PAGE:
The tax relief that is no more

During the 2009 legislative session, the General Assembly worked hard to balance the budget by cutting inefficient programs and wasted taxpayer dollars. It’s true that we passed a number of important measures to protect homeowners. There is one exception, however: the decision not to fund the Homeowners Tax Relief Grant (HTRG).

HTRG was designed as a grant to local governments to give property tax relief for homeowners. For instance, if your property tax bill was $2,000, the state paid between $200 and $300 of the bill for you. So, you paid about $1,700 of the bill and the state paid the rest.

Since its inception, there have been ample state revenues to fund this tax relief. Homeowners have received a tax break each year – until now.

This past session the General Assembly passed legislation that changed the rules for funding the grant. Beginning this year, the state will not fund property tax relief for homeowners through HTRG unless the state has “surplus” revenues.

This means that unless your local government decides to reduce their tax bill, you will now have to pay the whole tax bill, or the whole $2,000.

In my opinion, this was the wrong time to do this. Yes, the state is struggling with lower revenues and we are facing a challenge in finding more cuts. But our citizens are also struggling daily with their own financial challenges. This was not the right cut.

I did not feel this was a time to ask property owners to pay more in property taxes. I spoke against this bill from the floor and I voted against changing the rules that would cause homeowners to have to pay more in taxes. I felt the taxpayer needed the money more than the state.

Now, the General Assembly did pass several important laws to protect property owners this year. We capped property tax assessments at zero percent for two years (HB 233). This means no local government can raise your taxes through the back door by simply increasing your property value.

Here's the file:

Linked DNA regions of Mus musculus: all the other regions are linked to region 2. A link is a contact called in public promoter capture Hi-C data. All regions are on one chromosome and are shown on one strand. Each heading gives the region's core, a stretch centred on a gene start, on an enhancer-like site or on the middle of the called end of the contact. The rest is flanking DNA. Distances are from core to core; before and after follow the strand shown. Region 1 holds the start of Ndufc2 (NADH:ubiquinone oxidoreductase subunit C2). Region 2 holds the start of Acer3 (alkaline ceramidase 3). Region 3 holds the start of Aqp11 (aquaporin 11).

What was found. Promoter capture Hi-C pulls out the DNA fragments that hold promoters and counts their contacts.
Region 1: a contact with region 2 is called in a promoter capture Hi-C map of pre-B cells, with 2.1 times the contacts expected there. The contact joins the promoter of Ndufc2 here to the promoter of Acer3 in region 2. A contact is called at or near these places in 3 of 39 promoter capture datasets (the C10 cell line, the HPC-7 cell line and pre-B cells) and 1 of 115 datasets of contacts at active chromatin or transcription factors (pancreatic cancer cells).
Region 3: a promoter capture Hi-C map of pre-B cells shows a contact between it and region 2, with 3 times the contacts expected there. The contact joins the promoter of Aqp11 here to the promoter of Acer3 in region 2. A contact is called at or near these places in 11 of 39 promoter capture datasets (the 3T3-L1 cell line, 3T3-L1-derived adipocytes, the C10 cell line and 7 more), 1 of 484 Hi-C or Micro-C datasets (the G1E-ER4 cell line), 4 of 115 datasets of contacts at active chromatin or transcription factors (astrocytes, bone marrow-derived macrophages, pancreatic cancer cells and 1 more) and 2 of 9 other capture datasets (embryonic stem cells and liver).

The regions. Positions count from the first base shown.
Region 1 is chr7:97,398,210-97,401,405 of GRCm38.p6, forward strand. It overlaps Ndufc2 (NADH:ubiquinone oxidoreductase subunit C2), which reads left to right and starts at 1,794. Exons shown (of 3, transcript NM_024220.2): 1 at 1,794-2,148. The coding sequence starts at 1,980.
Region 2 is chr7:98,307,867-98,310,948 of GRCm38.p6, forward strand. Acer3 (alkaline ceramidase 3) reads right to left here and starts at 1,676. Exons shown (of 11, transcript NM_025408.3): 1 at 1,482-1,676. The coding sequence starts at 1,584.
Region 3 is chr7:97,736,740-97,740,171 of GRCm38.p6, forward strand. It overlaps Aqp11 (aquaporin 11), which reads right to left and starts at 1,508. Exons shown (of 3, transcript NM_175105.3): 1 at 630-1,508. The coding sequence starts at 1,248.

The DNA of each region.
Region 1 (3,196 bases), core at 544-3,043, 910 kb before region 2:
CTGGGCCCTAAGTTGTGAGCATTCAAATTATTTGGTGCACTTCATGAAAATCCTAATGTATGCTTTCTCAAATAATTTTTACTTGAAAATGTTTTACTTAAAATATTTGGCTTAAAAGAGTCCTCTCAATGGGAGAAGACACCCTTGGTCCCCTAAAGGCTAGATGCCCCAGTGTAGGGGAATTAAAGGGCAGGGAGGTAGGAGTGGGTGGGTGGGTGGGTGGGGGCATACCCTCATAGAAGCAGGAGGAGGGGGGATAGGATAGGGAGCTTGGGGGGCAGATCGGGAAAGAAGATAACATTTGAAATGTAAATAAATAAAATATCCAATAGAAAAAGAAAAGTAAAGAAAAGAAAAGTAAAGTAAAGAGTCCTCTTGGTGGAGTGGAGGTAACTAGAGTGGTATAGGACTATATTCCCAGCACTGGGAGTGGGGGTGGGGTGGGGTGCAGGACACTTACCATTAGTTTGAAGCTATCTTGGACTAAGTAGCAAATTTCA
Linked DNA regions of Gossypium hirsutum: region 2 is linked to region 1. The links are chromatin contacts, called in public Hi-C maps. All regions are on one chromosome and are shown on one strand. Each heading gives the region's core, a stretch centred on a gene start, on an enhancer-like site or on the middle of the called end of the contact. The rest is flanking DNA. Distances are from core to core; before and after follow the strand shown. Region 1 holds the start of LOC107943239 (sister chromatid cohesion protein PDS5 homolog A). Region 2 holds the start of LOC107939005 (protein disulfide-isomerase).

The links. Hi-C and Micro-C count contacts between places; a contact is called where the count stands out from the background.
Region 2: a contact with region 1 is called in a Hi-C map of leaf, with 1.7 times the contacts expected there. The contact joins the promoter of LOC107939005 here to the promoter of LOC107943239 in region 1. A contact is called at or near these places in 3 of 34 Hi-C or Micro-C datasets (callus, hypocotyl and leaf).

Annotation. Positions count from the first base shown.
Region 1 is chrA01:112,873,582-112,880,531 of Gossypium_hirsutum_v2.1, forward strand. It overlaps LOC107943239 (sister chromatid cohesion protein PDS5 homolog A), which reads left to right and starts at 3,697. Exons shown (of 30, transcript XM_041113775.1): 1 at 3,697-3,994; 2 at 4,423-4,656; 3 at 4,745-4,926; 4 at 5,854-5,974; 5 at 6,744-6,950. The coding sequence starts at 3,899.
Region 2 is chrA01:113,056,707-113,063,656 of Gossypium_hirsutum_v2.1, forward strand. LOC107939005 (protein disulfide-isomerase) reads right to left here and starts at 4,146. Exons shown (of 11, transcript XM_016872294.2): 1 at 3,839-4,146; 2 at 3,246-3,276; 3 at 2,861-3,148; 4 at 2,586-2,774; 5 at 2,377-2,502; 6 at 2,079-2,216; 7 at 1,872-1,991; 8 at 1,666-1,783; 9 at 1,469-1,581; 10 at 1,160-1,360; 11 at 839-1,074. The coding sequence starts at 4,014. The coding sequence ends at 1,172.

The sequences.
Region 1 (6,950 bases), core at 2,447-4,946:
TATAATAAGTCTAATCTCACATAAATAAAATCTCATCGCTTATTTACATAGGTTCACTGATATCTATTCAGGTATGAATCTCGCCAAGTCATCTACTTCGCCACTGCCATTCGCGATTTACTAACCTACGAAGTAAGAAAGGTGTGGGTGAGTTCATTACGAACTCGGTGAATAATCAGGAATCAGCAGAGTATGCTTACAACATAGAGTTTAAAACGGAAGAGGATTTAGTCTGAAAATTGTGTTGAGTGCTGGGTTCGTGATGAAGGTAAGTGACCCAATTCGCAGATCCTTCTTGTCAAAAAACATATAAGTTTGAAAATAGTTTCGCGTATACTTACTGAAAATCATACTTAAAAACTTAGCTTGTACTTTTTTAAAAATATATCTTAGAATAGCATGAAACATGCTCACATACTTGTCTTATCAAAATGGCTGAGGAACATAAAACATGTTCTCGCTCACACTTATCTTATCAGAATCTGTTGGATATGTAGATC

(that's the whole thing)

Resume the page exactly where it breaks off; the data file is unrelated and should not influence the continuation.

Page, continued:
We enforced true assessed property values by requiring all distressed properties be considered when determining local values (SB 55).

In order for property owners to have a fair chance at appeal, we instituted the New Expedited and Cost Effective Process of Appeals of Assessment (SB 240) that places the burden of proof on the government, not the property owner.

Finally, property owners also must now receive a Notice of Right to File Return with Every Tax Bill (HB 304).

Since I was first elected I have worked for smaller government and lower taxes. This past session was no different. I worked to find appropriate cuts to government spending so that we could continue to fund tax relief for homeowners that desperately need it in this economy. I will continue to fight for tax relief and smaller government on your behalf.

[Sen. Mitch Seabaugh serves as Senate majority whip. He represents the 28th Senate District, which includes Coweta and Heard counties and portions of Carroll and Troup counties. He may be reached by phone at 404-656-6446 or by email at]

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